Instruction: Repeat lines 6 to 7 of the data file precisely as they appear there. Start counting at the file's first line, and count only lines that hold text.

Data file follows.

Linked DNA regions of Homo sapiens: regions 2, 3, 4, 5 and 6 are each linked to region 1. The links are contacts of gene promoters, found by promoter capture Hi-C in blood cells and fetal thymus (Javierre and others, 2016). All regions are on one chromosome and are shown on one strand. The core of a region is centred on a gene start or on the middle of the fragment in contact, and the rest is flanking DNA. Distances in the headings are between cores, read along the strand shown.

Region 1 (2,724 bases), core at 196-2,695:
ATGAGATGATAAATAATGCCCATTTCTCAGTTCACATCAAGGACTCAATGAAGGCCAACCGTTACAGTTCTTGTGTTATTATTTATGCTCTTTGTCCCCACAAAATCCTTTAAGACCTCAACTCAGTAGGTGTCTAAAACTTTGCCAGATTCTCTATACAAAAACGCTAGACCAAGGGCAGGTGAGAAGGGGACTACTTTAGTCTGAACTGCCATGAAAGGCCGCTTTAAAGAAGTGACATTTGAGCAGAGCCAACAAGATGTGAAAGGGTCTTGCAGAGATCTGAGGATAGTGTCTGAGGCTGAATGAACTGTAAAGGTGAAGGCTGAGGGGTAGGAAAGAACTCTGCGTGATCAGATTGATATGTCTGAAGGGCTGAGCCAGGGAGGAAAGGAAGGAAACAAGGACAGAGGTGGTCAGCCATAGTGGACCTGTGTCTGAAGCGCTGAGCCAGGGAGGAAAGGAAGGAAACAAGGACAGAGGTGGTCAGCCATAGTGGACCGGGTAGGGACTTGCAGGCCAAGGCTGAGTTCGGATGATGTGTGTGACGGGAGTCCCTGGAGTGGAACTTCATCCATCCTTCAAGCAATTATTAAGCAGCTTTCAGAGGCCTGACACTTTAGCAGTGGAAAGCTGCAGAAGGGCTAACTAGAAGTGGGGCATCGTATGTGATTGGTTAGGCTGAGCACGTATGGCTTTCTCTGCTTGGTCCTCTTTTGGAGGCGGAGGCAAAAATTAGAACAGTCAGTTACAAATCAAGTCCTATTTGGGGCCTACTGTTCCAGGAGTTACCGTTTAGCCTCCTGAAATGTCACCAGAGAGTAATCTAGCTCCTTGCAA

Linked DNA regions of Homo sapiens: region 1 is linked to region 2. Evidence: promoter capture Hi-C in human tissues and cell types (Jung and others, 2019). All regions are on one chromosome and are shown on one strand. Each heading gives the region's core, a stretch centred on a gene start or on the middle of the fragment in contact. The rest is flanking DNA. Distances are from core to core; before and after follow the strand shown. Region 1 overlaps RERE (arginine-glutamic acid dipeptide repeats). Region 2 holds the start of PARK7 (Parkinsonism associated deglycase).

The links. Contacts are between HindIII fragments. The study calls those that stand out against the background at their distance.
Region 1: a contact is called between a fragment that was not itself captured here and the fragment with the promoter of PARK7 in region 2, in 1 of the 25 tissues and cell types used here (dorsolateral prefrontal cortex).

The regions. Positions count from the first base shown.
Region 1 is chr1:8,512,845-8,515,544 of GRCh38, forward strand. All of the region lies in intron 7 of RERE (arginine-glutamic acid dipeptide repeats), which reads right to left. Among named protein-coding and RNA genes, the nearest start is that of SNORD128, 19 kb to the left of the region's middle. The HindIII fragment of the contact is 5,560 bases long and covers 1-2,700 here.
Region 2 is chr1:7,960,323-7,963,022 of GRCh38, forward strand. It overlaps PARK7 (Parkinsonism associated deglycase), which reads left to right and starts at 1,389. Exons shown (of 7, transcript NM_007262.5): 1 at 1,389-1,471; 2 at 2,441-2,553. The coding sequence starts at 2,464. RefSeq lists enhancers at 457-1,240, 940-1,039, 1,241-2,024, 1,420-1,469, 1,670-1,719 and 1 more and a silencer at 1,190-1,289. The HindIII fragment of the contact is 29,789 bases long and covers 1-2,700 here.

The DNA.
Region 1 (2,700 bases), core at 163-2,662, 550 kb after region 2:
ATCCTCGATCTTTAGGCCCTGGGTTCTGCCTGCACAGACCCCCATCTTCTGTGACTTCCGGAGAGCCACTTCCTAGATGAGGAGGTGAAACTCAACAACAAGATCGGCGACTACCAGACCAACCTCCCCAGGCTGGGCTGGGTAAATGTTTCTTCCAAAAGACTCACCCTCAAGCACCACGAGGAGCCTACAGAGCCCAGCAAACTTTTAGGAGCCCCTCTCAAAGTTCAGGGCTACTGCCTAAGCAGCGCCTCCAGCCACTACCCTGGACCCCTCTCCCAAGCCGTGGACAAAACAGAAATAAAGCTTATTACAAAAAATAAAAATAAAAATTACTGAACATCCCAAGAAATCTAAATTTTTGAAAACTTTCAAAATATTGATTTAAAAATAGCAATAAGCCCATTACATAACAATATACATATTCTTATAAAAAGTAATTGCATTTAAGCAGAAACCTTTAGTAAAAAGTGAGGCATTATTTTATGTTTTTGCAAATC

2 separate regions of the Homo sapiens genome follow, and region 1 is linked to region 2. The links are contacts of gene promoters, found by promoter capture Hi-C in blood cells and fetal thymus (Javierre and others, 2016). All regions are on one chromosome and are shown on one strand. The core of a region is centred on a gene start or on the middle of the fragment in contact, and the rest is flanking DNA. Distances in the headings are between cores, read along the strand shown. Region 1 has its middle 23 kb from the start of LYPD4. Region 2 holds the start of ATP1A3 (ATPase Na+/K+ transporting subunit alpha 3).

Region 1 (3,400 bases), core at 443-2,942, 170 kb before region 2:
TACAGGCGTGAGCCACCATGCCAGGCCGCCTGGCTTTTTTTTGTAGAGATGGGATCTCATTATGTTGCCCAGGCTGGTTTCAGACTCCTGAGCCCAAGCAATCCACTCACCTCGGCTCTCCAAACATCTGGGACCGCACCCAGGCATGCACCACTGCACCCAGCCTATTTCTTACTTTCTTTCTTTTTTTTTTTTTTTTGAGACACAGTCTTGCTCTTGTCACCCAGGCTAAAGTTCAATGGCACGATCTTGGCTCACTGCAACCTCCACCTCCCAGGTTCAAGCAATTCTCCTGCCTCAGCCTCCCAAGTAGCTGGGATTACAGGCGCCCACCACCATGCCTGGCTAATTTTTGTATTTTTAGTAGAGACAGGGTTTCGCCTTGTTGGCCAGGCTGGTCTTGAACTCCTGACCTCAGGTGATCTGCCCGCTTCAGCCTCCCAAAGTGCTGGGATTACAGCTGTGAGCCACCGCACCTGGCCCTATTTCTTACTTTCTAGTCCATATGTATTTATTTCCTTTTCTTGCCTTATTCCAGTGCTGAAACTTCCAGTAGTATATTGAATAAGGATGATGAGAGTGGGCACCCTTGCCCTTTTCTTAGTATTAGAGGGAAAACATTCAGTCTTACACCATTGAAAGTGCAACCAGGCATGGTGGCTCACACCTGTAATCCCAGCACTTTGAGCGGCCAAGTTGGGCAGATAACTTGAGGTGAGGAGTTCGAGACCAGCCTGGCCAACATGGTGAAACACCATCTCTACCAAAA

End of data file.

Region 1: a contact is called between a fragment that was not itself captured here and the fragment with the promoter of PARK7 in region 2, in 1 of the 25 tissues and cell types used here (dorsolateral prefrontal cortex).

The regions. Positions count from the first base shown.